A California federal judge has granted preliminary relief to the Federal Trade Commission (FTC) in its lawsuit against a company that markets weight-loss pills and other products. FTC v. Sale Slash, LLC, et al, No. 2:15-cv-03107 (C.D. Cal., Apr. 27, 2015). The court issued a preliminary injunction in May 2015, followed by a second injunction in November. A preliminary injunction is an extreme remedy, which restrains a defendant in some way before they have had a full opportunity to defend themselves in court. See Fed. R. Civ. P. 65. In granting the plaintiff’s request for the injunctions, the court found that the FTC established good cause to believe the defendants have violated federal consumer law, that they are likely to continue doing so unless restrained, and that an injunction is necessary to prevent further harm to consumers.
The lawsuit asserts claims under the FTC Act, 15 U.S.C. § 41 et seq.; and the Controlling the Assault of Non-Solicited Pornography And Marketing (CAN-SPAM) Act of 2003, 15 U.S.C. § 7701 et seq. The FTC Act is one of the nation’s oldest consumer protection laws, first enacted in 1913. It created the FTC, and empowered it to investigate and bring claims against individuals and businesses that “us[e] unfair methods of competition…and unfair or deceptive acts or practices in or affecting commerce.” 15 U.S.C. § 45(a)(2).
Congress passed the CAN-SPAM Act in order to address the much newer issue of unsolicited email communications for marketing purposes, commonly known as “spam.” In addition to causing annoyance, spam messages can be deceptive, thanks to efforts by “spammers” to conceal the source of the message. The law establishes a national policy that marketing emails “should not mislead recipients as to the source or content of such mail,” and that people should have the right to opt out of receiving messages. 15 U.S.C. § 7701.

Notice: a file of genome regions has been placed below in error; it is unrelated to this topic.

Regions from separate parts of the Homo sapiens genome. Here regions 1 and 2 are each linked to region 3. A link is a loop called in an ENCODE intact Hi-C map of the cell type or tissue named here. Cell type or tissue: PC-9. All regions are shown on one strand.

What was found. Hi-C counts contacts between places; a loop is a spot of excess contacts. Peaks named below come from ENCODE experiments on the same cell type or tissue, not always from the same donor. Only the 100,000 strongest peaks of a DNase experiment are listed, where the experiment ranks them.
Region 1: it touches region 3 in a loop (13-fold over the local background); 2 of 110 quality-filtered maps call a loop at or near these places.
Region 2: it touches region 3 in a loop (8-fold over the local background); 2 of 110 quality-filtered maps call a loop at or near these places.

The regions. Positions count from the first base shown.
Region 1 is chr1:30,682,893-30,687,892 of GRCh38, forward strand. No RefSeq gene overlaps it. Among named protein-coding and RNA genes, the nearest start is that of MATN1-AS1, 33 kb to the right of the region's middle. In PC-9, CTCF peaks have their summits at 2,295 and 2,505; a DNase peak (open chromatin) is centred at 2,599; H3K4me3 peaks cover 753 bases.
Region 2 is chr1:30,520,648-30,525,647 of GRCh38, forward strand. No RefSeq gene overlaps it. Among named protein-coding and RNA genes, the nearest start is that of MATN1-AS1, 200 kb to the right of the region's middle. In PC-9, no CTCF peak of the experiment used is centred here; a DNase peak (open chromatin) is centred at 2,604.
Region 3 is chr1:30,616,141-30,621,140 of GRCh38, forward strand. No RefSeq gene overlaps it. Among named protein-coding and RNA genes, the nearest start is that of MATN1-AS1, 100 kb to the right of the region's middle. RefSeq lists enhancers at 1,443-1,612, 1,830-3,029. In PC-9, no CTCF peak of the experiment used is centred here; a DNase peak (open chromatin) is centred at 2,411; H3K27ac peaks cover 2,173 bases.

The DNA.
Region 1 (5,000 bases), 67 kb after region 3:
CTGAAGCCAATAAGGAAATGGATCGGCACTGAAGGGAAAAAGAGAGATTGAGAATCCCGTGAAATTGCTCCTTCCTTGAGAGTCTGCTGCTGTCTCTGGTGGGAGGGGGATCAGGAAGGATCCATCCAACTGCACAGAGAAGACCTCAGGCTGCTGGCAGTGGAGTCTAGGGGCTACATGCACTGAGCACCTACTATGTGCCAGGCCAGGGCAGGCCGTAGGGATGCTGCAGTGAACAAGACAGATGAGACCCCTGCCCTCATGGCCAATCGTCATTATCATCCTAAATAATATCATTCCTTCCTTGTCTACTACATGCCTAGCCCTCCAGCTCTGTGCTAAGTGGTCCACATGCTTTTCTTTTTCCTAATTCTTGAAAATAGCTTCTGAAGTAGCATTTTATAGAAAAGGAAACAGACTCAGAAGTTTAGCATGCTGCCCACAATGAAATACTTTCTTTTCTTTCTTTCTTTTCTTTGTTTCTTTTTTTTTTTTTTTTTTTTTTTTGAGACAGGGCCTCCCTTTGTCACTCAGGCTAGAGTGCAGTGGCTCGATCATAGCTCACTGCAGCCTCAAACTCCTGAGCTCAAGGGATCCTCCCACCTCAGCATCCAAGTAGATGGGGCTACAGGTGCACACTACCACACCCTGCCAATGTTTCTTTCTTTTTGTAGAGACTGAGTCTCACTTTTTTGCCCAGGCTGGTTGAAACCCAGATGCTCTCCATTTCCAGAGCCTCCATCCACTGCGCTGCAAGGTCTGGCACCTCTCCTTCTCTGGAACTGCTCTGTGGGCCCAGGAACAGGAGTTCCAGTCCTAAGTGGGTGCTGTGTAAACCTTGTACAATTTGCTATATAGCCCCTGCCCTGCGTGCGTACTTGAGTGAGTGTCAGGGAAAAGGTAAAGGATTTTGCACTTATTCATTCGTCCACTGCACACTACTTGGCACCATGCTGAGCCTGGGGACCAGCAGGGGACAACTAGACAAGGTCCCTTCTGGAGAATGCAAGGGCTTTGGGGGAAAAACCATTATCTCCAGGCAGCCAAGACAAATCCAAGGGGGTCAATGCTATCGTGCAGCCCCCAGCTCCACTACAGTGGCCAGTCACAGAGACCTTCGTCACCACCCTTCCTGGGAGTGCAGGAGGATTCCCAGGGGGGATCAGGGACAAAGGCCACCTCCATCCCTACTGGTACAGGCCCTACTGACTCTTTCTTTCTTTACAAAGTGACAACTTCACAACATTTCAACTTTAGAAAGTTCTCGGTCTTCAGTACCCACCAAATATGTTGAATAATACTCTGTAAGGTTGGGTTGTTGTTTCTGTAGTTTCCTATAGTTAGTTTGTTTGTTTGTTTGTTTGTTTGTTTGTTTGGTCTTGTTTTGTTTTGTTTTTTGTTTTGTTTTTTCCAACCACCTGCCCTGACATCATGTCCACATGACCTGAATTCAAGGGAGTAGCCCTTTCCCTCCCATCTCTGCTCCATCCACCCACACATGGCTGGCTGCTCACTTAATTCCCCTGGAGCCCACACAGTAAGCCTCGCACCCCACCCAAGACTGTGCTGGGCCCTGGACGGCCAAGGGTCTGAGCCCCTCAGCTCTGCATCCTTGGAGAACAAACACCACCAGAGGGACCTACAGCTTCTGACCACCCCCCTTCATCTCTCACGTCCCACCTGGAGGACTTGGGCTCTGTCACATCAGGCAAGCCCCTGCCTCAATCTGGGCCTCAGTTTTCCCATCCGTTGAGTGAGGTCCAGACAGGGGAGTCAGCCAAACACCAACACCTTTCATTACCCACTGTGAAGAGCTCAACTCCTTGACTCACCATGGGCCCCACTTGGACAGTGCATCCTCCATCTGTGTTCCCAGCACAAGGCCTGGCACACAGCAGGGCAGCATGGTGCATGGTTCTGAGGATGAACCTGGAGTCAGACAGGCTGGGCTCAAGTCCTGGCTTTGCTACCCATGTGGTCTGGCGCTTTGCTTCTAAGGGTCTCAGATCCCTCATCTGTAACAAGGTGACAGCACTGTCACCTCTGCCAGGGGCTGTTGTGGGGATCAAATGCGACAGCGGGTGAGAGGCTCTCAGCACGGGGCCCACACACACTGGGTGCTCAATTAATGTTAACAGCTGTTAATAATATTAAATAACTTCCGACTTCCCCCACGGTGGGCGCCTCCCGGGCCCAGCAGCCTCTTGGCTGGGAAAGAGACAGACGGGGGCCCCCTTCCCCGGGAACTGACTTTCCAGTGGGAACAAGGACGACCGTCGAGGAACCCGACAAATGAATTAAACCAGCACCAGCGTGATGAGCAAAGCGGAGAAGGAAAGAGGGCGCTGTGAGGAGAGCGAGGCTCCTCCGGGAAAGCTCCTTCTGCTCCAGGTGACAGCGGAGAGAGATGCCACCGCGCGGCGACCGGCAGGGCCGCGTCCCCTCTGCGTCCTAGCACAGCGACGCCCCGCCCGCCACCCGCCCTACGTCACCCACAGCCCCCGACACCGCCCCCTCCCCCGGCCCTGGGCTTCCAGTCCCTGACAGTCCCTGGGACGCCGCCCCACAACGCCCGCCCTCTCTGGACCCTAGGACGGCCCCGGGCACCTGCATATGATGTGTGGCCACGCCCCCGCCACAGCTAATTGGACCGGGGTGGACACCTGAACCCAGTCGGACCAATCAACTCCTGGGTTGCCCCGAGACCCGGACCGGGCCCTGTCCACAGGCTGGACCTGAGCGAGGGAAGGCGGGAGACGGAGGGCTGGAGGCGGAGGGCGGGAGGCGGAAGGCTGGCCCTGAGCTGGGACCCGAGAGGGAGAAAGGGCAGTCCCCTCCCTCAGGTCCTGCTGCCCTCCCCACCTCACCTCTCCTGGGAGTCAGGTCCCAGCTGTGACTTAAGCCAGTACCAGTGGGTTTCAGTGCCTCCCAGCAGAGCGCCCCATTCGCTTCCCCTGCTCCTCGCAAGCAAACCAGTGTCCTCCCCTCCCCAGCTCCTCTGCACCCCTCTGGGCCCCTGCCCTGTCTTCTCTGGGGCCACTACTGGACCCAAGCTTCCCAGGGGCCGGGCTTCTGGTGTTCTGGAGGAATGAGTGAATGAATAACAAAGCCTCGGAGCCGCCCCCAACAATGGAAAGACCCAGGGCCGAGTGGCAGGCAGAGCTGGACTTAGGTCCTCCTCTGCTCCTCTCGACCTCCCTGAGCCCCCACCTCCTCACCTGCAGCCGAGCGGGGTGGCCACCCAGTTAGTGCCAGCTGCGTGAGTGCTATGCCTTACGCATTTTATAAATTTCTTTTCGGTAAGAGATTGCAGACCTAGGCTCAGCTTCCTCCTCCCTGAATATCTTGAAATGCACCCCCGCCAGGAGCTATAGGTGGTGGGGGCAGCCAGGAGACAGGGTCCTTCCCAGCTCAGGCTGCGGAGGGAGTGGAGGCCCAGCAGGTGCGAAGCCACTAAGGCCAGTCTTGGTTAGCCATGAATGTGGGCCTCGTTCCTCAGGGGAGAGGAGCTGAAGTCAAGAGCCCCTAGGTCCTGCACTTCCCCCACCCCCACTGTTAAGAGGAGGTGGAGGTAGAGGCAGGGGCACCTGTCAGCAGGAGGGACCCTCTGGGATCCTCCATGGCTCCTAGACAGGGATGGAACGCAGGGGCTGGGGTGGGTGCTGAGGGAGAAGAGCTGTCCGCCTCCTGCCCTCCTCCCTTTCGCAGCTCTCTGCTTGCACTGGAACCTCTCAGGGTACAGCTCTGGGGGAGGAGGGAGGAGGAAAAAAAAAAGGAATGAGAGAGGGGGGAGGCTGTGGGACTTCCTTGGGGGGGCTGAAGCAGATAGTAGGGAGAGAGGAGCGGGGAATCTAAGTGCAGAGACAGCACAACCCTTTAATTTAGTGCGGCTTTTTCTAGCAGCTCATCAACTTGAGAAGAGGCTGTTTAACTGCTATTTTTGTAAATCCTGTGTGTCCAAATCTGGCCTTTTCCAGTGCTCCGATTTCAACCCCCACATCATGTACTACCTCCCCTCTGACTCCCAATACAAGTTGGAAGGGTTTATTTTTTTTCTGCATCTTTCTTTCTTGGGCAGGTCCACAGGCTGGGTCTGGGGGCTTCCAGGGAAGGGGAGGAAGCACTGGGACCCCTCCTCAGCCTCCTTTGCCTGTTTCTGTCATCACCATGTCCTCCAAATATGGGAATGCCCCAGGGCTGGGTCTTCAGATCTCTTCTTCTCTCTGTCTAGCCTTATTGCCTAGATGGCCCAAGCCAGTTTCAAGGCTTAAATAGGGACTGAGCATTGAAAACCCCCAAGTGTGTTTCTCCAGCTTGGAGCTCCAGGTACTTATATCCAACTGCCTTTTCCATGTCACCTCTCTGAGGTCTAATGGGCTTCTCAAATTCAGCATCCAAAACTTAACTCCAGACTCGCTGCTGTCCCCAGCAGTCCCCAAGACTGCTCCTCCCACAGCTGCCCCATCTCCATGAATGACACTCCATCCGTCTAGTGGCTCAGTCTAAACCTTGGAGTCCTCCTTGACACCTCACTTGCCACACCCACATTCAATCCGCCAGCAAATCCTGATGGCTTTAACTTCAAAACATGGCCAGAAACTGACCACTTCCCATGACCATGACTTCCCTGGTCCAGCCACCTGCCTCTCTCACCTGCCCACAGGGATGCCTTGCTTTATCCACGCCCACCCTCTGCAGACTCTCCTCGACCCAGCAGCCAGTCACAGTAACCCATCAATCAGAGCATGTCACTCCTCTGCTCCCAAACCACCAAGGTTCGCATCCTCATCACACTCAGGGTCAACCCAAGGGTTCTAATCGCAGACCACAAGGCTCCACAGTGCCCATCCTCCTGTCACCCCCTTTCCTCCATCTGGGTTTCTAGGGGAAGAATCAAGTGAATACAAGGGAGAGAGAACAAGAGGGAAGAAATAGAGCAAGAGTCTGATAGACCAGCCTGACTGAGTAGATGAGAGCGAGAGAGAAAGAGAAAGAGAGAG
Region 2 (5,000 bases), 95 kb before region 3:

After obtaining a temporary restraining order (TRO) against the defendants, the FTC sought a preliminary injunction. While a TRO has a limited duration, a preliminary injunction typically remains in force at least as long as the litigation is pending. Since a preliminary injunction might restrain an individual or business from a wide range of conduct without a formal finding of liability in a court of law, courts are often hesitant to grant them. A plaintiff must establish four factors:
1. Likelihood of success on the merits of their claims;
2. Irreparable harm without the preliminary injunction;
3. That “the balance of equities” favors the plaintiff; and
4. “[T]hat an injunction is in the public interest.”
Winter v. Natural Resources Defense Council, 555 U.S. 7, 20 (2008).
The FTC alleges a variety of deceptive acts by the defendant, including unsolicited emails, unauthorized and fake celebrity endorsements, and banner ads that direct consumers to websites that appear to be independent news sites, but which are actually paid advertisements. It states that it is ultimately seeking to provide refunds to consumers who purchased the defendant’s diet pills. The injunctions prohibit further deceptive and unlawful acts, freeze the defendant’s assets, and disclose financial information for the business.
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